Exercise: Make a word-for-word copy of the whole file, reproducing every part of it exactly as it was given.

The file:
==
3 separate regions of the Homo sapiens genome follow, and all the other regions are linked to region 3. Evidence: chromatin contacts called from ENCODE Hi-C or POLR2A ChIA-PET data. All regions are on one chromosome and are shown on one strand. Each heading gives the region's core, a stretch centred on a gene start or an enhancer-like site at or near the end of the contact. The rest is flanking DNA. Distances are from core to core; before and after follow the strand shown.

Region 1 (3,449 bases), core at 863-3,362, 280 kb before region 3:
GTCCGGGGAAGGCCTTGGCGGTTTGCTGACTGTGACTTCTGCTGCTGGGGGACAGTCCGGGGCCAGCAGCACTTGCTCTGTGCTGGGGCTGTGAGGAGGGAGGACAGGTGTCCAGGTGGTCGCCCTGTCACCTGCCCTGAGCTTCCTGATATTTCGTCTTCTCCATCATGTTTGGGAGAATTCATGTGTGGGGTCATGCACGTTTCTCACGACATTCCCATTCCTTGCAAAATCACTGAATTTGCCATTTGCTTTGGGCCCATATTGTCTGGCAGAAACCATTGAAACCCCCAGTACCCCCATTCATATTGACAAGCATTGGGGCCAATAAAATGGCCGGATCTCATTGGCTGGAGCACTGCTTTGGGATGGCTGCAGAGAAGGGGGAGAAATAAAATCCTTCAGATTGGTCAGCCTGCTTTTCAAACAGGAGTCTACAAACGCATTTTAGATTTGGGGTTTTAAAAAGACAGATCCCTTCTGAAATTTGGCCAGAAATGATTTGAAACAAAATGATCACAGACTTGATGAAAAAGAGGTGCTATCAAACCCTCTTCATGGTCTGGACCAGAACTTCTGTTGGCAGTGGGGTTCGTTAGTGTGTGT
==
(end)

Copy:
3 separate regions of the Homo sapiens genome follow, and all the other regions are linked to region 3. Evidence: chromatin contacts called from ENCODE Hi-C or POLR2A ChIA-PET data. All regions are on one chromosome and are shown on one strand. Each heading gives the region's core, a stretch centred on a gene start or an enhancer-like site at or near the end of the contact. The rest is flanking DNA. Distances are from core to core; before and after follow the strand shown.

Region 1 (3,449 bases), core at 863-3,362, 280 kb before region 3:
GTCCGGGGAAGGCCTTGGCGGTTTGCTGACTGTGACTTCTGCTGCTGGGGGACAGTCCGGGGCCAGCAGCACTTGCTCTGTGCTGGGGCTGTGAGGAGGGAGGACAGGTGTCCAGGTGGTCGCCCTGTCACCTGCCCTGAGCTTCCTGATATTTCGTCTTCTCCATCATGTTTGGGAGAATTCATGTGTGGGGTCATGCACGTTTCTCACGACATTCCCATTCCTTGCAAAATCACTGAATTTGCCATTTGCTTTGGGCCCATATTGTCTGGCAGAAACCATTGAAACCCCCAGTACCCCCATTCATATTGACAAGCATTGGGGCCAATAAAATGGCCGGATCTCATTGGCTGGAGCACTGCTTTGGGATGGCTGCAGAGAAGGGGGAGAAATAAAATCCTTCAGATTGGTCAGCCTGCTTTTCAAACAGGAGTCTACAAACGCATTTTAGATTTGGGGTTTTAAAAAGACAGATCCCTTCTGAAATTTGGCCAGAAATGATTTGAAACAAAATGATCACAGACTTGATGAAAAAGAGGTGCTATCAAACCCTCTTCATGGTCTGGACCAGAACTTCTGTTGGCAGTGGGGTTCGTTAGTGTGTGT